Hallo Bay Bears
Close encounters with brown bears in Katmai National Park
A large brown bear lumbered in our direction as we rounded the corner along the shore of a salmon stream flowing into Shelikof Strait.
Our guide, Simyra Hlebechuk, motioned for us to back up and get as close as possible to the bluff on our left. There were only 10 feet between the tips of our rubber boots and the shoreline, and it was clear the bear intended to use that space to pass by the group.
As the bear came closer, my initial thought was, “Holy #$&%! That’s a freaking bear, 10 feet in front of me!”
But horror was overshadowed with awe as I watched the large, powerful mammal sauntered by. His intense, hazel eyes shot us a sideways glance but he didn’t stray from his course. Nobody said a word, nobody moved until the bear was out of sight.
“OK, let’s keep going,” Simyra casually instructed.
But, instead of keeping our cool like our guide, we chattered excitedly about our sighting as we made our way back to camp.
Usually, I would disapprove of such a close bear encounter, and would have avoided it at al costs. But this situation was different. I was in Katmai National Park, known for world-class bear viewing and beautiful scenery, staying at Hallo Bay Bear Camp with professional bear guides.
Hallo Bay Bear Camp is different from many bear-viewing opportunities in Alaska because it takes an eco-friendly, low-impact approach: there are no boardwalks, viewing platforms or barriers between bears and people.
“We have no electric fences, don’t believe in them,” said owner Clint Hlebechuk. “If you don’t keep a clean camp, (you) shouldn’t be out there.”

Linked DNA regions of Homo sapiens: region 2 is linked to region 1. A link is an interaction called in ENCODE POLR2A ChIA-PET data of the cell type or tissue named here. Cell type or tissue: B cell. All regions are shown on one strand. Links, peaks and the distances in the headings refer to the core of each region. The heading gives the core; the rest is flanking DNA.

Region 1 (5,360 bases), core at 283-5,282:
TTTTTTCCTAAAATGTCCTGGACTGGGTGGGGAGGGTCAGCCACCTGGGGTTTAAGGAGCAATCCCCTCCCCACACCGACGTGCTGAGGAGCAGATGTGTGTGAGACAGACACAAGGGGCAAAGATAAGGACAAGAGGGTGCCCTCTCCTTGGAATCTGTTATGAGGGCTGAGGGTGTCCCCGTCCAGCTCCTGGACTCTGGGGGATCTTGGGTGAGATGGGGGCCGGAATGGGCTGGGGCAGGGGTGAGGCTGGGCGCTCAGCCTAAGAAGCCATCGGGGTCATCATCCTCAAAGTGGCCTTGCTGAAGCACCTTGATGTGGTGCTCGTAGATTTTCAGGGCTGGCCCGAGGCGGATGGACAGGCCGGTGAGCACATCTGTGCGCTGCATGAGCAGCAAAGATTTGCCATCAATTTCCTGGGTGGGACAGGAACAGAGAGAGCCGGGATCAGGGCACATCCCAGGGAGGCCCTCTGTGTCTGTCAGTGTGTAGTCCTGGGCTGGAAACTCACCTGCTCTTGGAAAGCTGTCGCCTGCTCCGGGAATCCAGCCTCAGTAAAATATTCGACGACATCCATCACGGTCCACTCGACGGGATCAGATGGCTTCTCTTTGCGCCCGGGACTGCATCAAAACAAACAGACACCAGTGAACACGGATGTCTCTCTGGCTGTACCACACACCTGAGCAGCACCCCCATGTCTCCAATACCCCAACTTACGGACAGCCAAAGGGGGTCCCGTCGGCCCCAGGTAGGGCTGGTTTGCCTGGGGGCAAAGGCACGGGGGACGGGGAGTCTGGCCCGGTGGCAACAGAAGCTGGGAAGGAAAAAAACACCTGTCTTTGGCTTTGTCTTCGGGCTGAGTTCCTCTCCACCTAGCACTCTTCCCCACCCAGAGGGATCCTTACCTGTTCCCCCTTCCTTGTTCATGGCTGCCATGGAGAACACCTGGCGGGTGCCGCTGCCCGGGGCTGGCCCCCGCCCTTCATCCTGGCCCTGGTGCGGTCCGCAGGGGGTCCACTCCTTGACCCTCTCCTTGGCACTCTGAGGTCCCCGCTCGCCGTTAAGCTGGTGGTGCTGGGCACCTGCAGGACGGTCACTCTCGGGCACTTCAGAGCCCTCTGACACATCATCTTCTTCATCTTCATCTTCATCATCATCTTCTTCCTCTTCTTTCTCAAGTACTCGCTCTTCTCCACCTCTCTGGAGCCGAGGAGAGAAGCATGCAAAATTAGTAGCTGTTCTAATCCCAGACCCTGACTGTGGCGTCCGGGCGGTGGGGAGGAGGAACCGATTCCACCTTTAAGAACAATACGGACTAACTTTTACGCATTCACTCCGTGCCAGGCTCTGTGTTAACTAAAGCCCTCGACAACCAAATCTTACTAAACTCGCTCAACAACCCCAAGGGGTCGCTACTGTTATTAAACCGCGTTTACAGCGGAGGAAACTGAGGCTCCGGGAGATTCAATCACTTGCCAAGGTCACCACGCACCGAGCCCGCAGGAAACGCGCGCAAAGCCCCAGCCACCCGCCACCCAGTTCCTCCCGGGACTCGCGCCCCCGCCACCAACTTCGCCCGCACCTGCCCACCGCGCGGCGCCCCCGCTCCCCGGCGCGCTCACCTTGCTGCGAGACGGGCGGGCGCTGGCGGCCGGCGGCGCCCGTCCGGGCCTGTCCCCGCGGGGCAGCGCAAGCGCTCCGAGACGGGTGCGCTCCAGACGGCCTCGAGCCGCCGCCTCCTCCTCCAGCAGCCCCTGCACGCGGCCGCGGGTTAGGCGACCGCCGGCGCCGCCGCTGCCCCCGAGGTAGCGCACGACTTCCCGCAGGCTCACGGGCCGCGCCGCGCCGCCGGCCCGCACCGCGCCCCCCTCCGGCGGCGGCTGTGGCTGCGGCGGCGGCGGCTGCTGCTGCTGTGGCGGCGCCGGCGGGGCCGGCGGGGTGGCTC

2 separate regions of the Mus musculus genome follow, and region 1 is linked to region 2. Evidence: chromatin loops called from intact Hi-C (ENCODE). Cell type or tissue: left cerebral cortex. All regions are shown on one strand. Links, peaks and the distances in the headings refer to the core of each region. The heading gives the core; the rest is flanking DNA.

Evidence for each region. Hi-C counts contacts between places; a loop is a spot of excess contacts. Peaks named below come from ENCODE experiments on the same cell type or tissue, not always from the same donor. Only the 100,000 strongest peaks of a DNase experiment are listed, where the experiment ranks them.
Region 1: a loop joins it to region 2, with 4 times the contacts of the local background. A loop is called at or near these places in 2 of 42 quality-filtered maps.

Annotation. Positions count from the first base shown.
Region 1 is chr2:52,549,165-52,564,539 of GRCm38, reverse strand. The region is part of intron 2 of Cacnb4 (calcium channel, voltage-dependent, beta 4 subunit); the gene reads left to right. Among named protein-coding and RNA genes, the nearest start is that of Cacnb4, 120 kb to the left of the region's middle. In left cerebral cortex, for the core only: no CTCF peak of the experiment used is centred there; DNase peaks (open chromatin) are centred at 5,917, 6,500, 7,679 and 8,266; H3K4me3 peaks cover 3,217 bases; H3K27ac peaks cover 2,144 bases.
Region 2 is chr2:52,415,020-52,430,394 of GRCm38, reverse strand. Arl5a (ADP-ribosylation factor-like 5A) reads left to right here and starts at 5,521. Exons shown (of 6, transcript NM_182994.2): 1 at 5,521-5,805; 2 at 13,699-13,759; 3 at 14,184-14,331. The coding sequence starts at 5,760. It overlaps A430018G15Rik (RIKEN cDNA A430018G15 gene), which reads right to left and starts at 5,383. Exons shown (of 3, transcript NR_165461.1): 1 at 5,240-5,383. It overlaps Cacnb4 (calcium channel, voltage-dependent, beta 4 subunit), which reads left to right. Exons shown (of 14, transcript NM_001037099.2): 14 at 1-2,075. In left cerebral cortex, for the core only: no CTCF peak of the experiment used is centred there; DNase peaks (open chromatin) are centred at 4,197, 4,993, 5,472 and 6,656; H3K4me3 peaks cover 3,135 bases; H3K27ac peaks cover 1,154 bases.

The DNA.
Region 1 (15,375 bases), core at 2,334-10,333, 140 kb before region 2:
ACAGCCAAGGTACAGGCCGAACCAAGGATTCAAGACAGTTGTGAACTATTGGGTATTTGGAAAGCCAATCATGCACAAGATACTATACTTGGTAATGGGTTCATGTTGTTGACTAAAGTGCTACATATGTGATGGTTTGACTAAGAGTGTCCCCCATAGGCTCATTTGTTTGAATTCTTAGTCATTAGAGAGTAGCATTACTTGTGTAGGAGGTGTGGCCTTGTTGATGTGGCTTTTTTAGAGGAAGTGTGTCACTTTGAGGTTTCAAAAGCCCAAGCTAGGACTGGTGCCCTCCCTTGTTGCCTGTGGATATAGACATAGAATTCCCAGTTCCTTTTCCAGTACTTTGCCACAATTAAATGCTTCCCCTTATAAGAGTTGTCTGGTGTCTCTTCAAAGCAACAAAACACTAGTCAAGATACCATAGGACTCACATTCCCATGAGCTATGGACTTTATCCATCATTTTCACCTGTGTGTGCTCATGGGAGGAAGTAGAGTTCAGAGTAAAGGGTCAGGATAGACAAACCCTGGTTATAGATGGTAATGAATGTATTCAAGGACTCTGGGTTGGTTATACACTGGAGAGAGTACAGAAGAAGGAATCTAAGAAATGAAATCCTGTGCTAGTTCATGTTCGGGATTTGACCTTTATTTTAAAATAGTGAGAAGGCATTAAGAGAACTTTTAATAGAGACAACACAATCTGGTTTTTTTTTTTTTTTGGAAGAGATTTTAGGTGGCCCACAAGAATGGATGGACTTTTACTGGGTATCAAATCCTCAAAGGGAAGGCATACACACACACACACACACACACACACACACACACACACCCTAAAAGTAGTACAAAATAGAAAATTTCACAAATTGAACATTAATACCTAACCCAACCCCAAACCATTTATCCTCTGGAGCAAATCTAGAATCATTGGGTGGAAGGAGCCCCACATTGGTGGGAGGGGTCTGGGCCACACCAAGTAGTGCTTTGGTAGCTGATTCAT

And when Hlebechuk says clean, he really means it: All food and beverages, except for water, must be consumed and stored in the mess hall. No one can even drink so much as a cup of coffee on the deck of the mess hall. It’s an approach that, so far, has worked to keep the bears and people safe there.
“In some areas we see bad things happen where bears become acclimated to people, or see people as a food source,” said Clint. “Careless campers are tremendously dangerous. They don’t realize that, if they let a bear get into their food, they just created a very dangerous situation for someone with that same bear, because that bear has now learned that humans are a food source.”
The camp rules on food might seem extreme, but after a few successful bear sightings, guests realize they’re well worth the trouble. And keeping the camp small—just a bathhouse, a mess hall and a small row of wall tents for 10 to 12 guests—has helped improve the experience, as well.
“If we overdid it, we could put 20 people there, and we would destroy everything we have,” said Clint. “The wildlife would move and go away, and we would be fortunate to see one bear.”
Hlebechuk started Hallo Bay Bear Camp in 1987. Before that he was a charter boat skipper, working out of Kodiak, and people started asking him to take them out to see bears.
“I could make a buck that way,” said Hlebechuk. “So, we started flying over and back-packing it, and then I was fortunate enough to find some property there, put the camp in, and people thought we would never make a living at it, because, ‘Who’s going to pay money to see a bear?’”